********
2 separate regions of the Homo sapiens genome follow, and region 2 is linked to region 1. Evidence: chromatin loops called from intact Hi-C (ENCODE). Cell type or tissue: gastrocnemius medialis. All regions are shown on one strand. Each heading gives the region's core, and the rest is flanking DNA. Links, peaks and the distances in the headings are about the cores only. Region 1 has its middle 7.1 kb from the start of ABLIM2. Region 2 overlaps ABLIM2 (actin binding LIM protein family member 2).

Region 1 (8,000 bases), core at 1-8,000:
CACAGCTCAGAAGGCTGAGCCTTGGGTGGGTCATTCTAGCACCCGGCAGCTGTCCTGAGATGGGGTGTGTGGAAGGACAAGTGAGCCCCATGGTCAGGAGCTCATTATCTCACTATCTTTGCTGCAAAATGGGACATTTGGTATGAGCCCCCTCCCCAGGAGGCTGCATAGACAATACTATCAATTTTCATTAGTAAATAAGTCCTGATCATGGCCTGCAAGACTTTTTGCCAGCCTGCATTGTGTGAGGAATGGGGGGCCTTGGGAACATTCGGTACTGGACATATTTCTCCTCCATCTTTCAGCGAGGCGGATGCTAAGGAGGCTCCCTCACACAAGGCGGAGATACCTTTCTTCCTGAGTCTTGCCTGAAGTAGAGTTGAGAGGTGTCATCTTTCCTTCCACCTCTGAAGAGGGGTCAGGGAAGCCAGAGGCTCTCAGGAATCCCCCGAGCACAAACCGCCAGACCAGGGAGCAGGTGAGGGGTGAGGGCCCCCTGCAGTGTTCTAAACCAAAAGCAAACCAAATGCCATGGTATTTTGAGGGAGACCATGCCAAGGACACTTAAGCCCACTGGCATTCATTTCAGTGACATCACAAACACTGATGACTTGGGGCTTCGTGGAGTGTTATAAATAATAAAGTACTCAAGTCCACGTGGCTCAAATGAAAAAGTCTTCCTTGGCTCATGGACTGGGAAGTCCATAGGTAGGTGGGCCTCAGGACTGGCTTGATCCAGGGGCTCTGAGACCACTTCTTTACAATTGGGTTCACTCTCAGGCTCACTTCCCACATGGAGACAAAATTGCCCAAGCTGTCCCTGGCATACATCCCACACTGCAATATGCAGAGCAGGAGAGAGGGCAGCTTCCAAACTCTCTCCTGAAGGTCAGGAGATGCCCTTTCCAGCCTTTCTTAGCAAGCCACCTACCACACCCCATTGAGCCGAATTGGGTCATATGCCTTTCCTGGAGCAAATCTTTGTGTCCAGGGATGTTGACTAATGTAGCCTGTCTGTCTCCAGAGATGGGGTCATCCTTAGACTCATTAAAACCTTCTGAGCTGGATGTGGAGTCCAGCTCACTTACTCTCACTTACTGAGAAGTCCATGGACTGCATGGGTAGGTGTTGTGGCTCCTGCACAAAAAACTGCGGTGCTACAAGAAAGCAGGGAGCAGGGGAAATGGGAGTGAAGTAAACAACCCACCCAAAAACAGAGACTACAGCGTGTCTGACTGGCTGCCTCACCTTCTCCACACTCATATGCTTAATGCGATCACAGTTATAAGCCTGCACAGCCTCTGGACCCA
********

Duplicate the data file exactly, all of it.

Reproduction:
2 separate regions of the Homo sapiens genome follow, and region 2 is linked to region 1. Evidence: chromatin loops called from intact Hi-C (ENCODE). Cell type or tissue: gastrocnemius medialis. All regions are shown on one strand. Each heading gives the region's core, and the rest is flanking DNA. Links, peaks and the distances in the headings are about the cores only. Region 1 has its middle 7.1 kb from the start of ABLIM2. Region 2 overlaps ABLIM2 (actin binding LIM protein family member 2).

Region 1 (8,000 bases), core at 1-8,000:
CACAGCTCAGAAGGCTGAGCCTTGGGTGGGTCATTCTAGCACCCGGCAGCTGTCCTGAGATGGGGTGTGTGGAAGGACAAGTGAGCCCCATGGTCAGGAGCTCATTATCTCACTATCTTTGCTGCAAAATGGGACATTTGGTATGAGCCCCCTCCCCAGGAGGCTGCATAGACAATACTATCAATTTTCATTAGTAAATAAGTCCTGATCATGGCCTGCAAGACTTTTTGCCAGCCTGCATTGTGTGAGGAATGGGGGGCCTTGGGAACATTCGGTACTGGACATATTTCTCCTCCATCTTTCAGCGAGGCGGATGCTAAGGAGGCTCCCTCACACAAGGCGGAGATACCTTTCTTCCTGAGTCTTGCCTGAAGTAGAGTTGAGAGGTGTCATCTTTCCTTCCACCTCTGAAGAGGGGTCAGGGAAGCCAGAGGCTCTCAGGAATCCCCCGAGCACAAACCGCCAGACCAGGGAGCAGGTGAGGGGTGAGGGCCCCCTGCAGTGTTCTAAACCAAAAGCAAACCAAATGCCATGGTATTTTGAGGGAGACCATGCCAAGGACACTTAAGCCCACTGGCATTCATTTCAGTGACATCACAAACACTGATGACTTGGGGCTTCGTGGAGTGTTATAAATAATAAAGTACTCAAGTCCACGTGGCTCAAATGAAAAAGTCTTCCTTGGCTCATGGACTGGGAAGTCCATAGGTAGGTGGGCCTCAGGACTGGCTTGATCCAGGGGCTCTGAGACCACTTCTTTACAATTGGGTTCACTCTCAGGCTCACTTCCCACATGGAGACAAAATTGCCCAAGCTGTCCCTGGCATACATCCCACACTGCAATATGCAGAGCAGGAGAGAGGGCAGCTTCCAAACTCTCTCCTGAAGGTCAGGAGATGCCCTTTCCAGCCTTTCTTAGCAAGCCACCTACCACACCCCATTGAGCCGAATTGGGTCATATGCCTTTCCTGGAGCAAATCTTTGTGTCCAGGGATGTTGACTAATGTAGCCTGTCTGTCTCCAGAGATGGGGTCATCCTTAGACTCATTAAAACCTTCTGAGCTGGATGTGGAGTCCAGCTCACTTACTCTCACTTACTGAGAAGTCCATGGACTGCATGGGTAGGTGTTGTGGCTCCTGCACAAAAAACTGCGGTGCTACAAGAAAGCAGGGAGCAGGGGAAATGGGAGTGAAGTAAACAACCCACCCAAAAACAGAGACTACAGCGTGTCTGACTGGCTGCCTCACCTTCTCCACACTCATATGCTTAATGCGATCACAGTTATAAGCCTGCACAGCCTCTGGACCCA